Mash: Please do note the mash temp is not incorrect. The beers are separated into basically 3 classes. X/Burton types; PA types and the stout/porter types. These Pale ale types were much higher hopped with a much higher mash temp.

Hops: Again, more US ingredients! Tons of cluster hops used here, simply for a good amount of bitterness. EKG are the ones you want for the rest, as long as they are nice. Dry hop with another nice EKG-like hop. Its most important to use the highest quality hops here than exact type of hop.

Yeast: Sexy Fullers yeast or if you are feeling bit more different and If you want to have a bit of fun, the Courage yeast works wonderfully here.


Arctic Alchemy said...

Yes, strip away the name Fuller's from the title, and you have a prohibition era,American pale ale- but probably not what Papazian would call it, since it wasn't developed in the 1970's by US homebrewers, who of course, are responsible for all the beer styles we drink today. Always loved the Fuller's mash routine and blending worts, however it's simply not practical on the smaller scale.Excellent recipe !

dana said...

I like the uncanny 2004 Fullers comparison. Are they using as much corn these days?

Ron Pattinson said...

Dana, Fullers no longer use maize. Their Pale Ales are currently 100% malt.

dana said...

All the American craft beer drinkers approve.

I await the day when American craft brewers embrace corn adjuncts for their historical-ness and get all righteous toward their all-malt brethren. Could happen...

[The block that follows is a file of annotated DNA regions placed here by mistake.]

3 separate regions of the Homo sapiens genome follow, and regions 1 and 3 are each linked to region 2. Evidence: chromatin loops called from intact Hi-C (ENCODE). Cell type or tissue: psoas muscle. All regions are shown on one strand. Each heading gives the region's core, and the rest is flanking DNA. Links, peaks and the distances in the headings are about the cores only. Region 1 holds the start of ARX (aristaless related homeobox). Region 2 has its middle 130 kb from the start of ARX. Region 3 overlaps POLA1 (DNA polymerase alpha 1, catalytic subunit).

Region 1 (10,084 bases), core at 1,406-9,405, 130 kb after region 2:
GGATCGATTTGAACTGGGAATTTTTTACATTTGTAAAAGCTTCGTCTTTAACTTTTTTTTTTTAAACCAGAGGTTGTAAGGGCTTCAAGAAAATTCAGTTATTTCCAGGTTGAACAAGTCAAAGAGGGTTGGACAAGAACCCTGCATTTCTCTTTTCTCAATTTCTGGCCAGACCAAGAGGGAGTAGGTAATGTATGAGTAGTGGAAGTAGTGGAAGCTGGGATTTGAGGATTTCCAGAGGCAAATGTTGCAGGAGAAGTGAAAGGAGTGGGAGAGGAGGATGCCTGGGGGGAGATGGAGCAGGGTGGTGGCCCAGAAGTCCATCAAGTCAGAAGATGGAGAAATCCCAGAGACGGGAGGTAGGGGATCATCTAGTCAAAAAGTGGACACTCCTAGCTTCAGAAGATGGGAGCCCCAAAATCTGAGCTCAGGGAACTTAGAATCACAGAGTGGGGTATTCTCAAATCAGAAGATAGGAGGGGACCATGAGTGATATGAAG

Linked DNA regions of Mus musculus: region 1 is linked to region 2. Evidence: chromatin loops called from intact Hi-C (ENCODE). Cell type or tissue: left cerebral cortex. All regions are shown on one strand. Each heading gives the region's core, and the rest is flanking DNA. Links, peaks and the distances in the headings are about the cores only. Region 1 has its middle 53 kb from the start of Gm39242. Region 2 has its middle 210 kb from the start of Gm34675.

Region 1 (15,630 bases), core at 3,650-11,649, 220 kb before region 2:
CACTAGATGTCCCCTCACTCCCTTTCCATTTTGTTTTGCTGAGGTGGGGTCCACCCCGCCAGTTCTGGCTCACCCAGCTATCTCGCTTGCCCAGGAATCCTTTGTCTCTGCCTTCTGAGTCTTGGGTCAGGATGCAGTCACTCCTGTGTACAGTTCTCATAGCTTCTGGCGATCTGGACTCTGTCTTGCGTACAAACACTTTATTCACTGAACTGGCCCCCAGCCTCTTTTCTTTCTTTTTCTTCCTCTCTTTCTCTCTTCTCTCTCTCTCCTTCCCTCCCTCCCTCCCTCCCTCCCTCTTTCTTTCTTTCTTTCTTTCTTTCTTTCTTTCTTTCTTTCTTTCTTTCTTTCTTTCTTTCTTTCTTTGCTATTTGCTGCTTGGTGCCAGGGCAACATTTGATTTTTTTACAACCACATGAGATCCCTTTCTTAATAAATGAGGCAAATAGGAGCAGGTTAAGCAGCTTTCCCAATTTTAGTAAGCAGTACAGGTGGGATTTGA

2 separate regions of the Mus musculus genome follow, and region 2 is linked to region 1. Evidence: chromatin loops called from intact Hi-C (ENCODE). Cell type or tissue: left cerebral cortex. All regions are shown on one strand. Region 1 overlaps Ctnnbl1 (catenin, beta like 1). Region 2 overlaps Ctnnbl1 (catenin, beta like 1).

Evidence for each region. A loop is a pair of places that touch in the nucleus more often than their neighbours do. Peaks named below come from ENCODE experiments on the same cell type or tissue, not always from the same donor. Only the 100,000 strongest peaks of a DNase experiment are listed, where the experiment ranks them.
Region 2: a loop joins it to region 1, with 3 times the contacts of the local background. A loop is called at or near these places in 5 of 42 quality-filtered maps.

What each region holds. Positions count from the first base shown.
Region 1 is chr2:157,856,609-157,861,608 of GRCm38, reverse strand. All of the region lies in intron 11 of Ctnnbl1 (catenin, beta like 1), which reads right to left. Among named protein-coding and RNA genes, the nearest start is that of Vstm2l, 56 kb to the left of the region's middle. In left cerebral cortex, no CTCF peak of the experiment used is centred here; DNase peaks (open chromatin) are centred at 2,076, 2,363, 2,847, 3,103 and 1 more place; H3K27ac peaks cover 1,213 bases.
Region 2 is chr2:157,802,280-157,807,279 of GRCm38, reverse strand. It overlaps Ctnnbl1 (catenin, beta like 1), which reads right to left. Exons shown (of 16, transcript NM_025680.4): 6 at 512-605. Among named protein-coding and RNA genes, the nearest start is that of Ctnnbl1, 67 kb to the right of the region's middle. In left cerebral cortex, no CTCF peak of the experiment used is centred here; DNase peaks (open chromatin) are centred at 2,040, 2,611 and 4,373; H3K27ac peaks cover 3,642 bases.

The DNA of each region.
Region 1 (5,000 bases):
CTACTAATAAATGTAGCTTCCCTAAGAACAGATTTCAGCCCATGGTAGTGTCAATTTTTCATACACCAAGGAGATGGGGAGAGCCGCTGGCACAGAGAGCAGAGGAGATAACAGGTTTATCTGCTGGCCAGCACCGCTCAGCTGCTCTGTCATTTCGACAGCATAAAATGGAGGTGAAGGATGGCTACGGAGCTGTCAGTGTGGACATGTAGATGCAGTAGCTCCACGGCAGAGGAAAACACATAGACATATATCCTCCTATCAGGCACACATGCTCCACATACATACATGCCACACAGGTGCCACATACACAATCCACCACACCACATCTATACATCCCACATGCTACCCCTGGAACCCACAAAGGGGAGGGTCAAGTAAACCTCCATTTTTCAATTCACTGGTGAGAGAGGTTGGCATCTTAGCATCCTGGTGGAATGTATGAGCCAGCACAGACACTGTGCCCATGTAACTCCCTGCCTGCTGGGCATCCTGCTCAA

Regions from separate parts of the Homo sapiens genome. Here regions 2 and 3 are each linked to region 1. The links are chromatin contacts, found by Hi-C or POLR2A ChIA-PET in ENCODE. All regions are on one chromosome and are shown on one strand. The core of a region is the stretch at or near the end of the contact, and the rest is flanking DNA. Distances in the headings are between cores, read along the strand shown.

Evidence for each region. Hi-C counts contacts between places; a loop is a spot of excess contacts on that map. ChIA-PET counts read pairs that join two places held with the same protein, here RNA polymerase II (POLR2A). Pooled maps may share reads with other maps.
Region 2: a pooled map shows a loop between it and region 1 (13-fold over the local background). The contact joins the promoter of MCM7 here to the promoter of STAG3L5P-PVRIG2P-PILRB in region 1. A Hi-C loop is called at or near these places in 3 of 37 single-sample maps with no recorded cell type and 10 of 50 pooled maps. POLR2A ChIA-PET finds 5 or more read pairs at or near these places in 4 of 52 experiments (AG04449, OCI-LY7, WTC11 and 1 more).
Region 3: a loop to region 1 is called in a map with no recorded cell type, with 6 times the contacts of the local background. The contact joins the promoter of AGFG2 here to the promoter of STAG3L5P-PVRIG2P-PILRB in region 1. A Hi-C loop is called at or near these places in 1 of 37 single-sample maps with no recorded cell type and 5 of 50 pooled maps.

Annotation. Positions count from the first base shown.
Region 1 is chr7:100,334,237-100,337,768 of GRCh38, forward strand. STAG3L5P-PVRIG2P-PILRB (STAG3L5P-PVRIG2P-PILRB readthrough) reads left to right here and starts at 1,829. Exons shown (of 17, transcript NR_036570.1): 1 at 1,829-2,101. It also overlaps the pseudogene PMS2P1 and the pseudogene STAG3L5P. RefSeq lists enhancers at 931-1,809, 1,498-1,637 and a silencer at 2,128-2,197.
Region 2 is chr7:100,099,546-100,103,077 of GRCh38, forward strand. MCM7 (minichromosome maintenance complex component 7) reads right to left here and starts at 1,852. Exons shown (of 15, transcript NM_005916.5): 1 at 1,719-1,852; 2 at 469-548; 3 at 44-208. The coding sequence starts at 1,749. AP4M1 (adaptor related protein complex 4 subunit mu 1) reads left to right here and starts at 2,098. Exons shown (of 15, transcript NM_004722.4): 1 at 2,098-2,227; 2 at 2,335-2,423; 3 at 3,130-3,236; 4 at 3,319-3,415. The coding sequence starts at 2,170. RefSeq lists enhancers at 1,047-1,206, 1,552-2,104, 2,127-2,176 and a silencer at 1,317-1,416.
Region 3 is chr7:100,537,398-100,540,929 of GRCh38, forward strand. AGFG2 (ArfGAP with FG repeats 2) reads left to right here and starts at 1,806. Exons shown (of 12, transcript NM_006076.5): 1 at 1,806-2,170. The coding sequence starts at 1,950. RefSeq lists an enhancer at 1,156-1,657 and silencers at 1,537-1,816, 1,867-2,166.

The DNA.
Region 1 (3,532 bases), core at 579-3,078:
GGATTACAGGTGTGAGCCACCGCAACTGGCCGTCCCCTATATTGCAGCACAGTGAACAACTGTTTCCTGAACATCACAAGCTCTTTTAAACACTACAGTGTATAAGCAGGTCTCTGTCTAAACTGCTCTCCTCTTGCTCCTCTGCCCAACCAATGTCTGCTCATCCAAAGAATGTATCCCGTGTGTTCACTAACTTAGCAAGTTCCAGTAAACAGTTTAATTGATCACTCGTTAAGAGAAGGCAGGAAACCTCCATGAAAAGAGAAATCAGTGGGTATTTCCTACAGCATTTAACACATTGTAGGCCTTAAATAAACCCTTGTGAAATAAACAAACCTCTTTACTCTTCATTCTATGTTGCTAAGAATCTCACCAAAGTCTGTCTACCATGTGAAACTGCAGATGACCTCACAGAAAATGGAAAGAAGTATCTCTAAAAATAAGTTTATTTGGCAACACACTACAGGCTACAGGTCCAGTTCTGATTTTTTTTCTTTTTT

Rob said...


For certain styles, it already happens.

I dont think anyone would dare make a KY Common without using maize.

And lots of homebrewers use corn in their ESB recipes because Fullers used to.

Oblivious said...

Also classic American pilsner uses a good bit of corn

dana said...

Adjuncts, particularly corn and rice, consistently get a bad rap. Brewers herald their brews as containing all malt, as though there were no reasonable alternative, and especially to distinguish themselves from Macros. Even homebrewers making an adjuct beer do so as more of a curiosity than a legitimate option for delicious drinking. I know it's not everyone that feels this way.

Mostly my comment has to do with American (I am one) pro-craft snobbery (which I try to avoid). I think my sarcastic eye rolling got lost along the way and wasn't best for the tone of this post.

Kristen England said...
This comment has been removed by the author.
Edward said...

I brewed this a few weeks ago using canadian pilsner malt, turbinado sugar and safale S04. I overshot the OG at 1.043 and it finished at 1.006 so its stronger and drier than the recipe. The dry hops were added to the keg a week ago and I tapped it tonight. Its VERY hoppy- the flavour and aroma is all EKG with a bong water resiny bitterness I assume is from the cluster. I like it and will brew again unless you post some new recipes. Please post some new recipes.